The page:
Bringing a Small Measure of Comfort to Victims of Terror

Bringing a Small Measure of Comfort to Victims of Terror

Back in January, I wrote a post that was an open letter to Chen Solomon after her heart-wrenching post was posted on line. You may recall that almost a year ago, on a Friday night, the Solomon family was sitting in Halamish (AKA Neve Tzuf) enjoying a shalom zachor. They were welcoming the first child of Chen and Shmuel, and while the parents were still in the hospital, the rest of the family gathered to celebrate.

As the celebration was ensuing, a terrorist burst into the home. In cold blood, Omar al-Abed murdered Shmuel’s father Yosef, his sister Chaya and his brother Elad (hy”d). It was a horrific act; one that shocked the country. It brought back the nightmare of the Fogel family (hy”d) massacre, which was also on a Friday night in their home.

During shiva, I had the privilege of attending the Brit [circumcision] of the newborn baby; an event that I will never forget. Attending the Brit filled me with emotions of happiness and sadness at the same time. On the one hand, a young couple (whom I did not know) was welcoming their son into the Covenant of Avraham Avinu. On the other hand, the father of the baby, Shmuel was still in shiva for his family members who were murdered. The People of Israel stood by them at the Brit and attempted to bring a touch of joy into an impossible situation.

Then, after the shiva ended, those who had come to comfort and stand by the Solomons began to return to their daily lives. And, as they did, certain realities began to hit home for the Solomons. Chen wrote the above-referenced post in which she explained both the psychological and financial toll all this took on them.

While it is only natural for those around the family to return to their normal lives, for the family itself, it is another thing altogether.  The pain continues, the financial needs continue and the emptiness persists. With help from friends and professionals, families can rehabilitate–but it is a long, slow process.

Having identified with Chen and Shmuel, I was in touch with them and we began a dialogue. After a while, I decided that it would be nice if we, as a community, could help them. I hoped to find some way that is tangible and longer-lasting than merely letters of support. As many of you know, there is a Maale Adumim book swap held twice a year. After the swap, donations supports various tzedakot in Maale Adumim and around the country.

Solomon Family

Fortunately, the book swap organizers saw fit to earmark a portion for of the proceeds for the Solomon family. That got me to thinking–perhaps we could collect even more money for them and assist them in their quest to rehabilitate their lives.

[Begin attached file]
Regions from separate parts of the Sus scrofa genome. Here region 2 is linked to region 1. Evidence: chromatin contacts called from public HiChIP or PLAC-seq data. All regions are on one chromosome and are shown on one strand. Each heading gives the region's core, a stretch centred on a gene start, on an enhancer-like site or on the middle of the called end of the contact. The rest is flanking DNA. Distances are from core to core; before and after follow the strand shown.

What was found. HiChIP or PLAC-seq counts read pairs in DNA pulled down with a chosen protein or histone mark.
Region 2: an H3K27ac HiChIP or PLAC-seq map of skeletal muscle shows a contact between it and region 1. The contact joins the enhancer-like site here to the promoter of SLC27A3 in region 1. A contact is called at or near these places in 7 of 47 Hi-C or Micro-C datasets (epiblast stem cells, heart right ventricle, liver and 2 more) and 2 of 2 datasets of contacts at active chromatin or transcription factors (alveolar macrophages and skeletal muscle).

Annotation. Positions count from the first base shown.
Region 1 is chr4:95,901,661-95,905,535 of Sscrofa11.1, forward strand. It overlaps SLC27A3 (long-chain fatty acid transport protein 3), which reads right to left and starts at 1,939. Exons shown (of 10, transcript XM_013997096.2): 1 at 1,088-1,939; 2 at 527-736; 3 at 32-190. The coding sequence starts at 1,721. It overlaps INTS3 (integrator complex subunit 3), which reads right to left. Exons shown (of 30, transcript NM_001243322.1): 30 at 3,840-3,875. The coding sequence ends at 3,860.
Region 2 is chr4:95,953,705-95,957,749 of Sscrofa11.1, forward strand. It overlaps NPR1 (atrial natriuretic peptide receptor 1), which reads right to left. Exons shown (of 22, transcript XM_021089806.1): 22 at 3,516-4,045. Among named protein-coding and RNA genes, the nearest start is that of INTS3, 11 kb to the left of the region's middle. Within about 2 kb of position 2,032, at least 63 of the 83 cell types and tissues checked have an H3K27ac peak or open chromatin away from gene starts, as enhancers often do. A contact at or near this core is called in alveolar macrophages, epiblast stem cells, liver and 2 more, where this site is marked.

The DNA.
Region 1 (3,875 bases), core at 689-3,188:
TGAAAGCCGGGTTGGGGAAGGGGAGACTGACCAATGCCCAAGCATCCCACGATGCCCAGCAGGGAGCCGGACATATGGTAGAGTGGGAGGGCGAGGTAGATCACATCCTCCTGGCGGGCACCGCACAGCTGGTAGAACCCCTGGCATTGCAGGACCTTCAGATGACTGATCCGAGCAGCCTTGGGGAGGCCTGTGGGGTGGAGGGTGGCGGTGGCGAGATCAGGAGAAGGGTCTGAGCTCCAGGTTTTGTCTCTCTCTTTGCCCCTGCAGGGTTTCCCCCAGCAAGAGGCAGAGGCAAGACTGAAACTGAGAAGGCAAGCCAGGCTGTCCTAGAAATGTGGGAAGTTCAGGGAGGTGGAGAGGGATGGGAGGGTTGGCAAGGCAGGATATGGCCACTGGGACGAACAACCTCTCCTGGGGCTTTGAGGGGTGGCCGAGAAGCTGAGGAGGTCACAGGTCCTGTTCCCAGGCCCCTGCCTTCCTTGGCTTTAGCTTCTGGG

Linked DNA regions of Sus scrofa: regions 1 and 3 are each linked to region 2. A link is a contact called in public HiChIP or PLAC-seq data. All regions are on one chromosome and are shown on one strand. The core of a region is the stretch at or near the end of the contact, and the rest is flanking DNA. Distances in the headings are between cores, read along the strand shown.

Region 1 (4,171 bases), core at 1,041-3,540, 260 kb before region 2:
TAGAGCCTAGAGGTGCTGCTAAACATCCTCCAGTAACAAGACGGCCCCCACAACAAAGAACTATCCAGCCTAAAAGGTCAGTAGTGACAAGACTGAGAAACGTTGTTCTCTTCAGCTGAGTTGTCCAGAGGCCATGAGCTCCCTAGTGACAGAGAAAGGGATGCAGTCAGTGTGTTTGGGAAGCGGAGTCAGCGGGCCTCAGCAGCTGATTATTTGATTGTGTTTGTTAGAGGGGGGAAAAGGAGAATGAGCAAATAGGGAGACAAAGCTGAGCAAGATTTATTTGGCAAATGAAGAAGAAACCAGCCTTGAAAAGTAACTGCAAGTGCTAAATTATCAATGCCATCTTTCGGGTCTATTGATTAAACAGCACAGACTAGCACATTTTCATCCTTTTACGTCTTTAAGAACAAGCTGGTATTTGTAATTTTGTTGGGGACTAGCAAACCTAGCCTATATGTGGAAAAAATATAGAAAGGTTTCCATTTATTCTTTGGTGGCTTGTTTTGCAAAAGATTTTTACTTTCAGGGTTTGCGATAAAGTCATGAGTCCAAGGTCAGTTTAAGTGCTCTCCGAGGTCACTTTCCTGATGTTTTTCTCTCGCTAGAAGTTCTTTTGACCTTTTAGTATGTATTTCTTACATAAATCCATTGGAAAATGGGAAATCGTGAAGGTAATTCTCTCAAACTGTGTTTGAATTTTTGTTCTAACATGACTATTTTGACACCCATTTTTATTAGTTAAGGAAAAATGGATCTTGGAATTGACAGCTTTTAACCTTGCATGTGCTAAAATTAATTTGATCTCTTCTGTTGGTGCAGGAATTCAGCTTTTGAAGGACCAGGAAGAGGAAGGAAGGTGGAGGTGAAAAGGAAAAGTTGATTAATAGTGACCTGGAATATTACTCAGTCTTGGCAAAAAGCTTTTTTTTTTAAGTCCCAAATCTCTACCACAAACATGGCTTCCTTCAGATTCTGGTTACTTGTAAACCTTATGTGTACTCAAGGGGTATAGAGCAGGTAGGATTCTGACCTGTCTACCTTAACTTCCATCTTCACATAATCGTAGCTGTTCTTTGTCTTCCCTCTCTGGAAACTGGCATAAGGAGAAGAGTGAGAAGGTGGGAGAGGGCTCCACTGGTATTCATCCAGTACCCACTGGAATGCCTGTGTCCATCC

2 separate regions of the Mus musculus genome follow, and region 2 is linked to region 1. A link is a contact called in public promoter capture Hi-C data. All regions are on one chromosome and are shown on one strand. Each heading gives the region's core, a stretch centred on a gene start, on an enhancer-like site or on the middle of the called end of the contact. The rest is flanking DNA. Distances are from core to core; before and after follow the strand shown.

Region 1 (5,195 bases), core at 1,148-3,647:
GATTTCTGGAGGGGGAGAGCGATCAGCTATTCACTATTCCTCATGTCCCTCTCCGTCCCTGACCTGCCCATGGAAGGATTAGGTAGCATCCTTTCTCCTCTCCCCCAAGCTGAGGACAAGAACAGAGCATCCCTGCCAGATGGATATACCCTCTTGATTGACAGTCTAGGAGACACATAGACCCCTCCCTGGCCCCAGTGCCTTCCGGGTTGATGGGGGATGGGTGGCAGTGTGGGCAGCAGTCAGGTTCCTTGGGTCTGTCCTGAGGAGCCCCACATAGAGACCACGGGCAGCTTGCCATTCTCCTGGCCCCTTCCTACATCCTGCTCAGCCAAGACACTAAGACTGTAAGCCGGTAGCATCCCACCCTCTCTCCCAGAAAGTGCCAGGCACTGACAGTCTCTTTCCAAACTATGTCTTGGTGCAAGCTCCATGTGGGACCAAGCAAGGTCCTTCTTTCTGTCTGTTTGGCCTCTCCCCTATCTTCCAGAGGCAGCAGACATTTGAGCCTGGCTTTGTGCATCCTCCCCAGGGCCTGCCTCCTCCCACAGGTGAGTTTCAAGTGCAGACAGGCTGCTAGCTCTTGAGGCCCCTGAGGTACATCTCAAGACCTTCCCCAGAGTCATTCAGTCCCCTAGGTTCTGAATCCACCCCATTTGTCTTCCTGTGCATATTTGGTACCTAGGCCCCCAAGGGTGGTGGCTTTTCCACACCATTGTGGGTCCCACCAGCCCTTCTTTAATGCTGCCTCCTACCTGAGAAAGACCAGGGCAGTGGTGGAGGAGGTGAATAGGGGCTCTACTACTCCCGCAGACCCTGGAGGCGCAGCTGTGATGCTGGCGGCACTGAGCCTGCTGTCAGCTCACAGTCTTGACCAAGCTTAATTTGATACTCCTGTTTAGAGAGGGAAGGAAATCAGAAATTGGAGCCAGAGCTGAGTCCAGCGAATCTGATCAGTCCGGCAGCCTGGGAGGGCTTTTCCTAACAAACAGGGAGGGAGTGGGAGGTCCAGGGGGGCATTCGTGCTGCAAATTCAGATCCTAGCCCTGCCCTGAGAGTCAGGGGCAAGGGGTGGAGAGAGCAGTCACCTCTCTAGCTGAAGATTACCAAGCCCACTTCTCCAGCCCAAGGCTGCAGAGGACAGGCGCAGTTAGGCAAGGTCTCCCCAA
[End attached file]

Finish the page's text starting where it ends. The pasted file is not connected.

All I will say is that the community was MORE than generous. They opened their hearts and their wallets to assist the Solomon family. I live in a community built on Chessed, B”H!

Last week, on Thursday, I traveled up North to visit Chen and Shmuel in their new home. They chose to relocate to try to begin fresh. To give themselves a chance to recover and deal with the physical and emotional pain. It was a visit I had anticipated for weeks. I would finally meet them and their beautiful baby, Ari Yoseph.

They welcomed me with open arms and we spoke as if we had known each other for many years. While tragedy brought us together, it was the love of fellow Jews that connected us. We spoke for an hour and a half. During our discussion, we spoke of their pain and life’s ups and downs, of their role as new parents. We spoke of the tragedy and of the future.  And, I presented them with the funds from the book swap and donations.

Without question, they feel very touched and moved. More, they thought it so special that people still cared and wanted to help financially and with emotional support. The Solomons want to express their thank you to the residents of Maale Adumim. I’m honored to bring back their wish to send Maale Adumim a “big hug” with a lot of love. They very much appreciate the care and kindness they received and certainly do not take it for granted.

As for me, I feel like I have met a new set of relatives. I told them that I pray we can share in each others’ smachot in the future. The greatest revenge against this tragic incident is that we, as a Jewish family, move on and attempt to bring joy and light into the world. That we work to replace the darkness that the “bad guys” wish to spread.

May Hashem watch over Chen, Shmuel and Ari, along with all of the others in their amazing family. May we all be zoche [privileged] to watch the Solomon family get stronger every day and may they know a lot of simcha [happiness] in their lives from this point forward.

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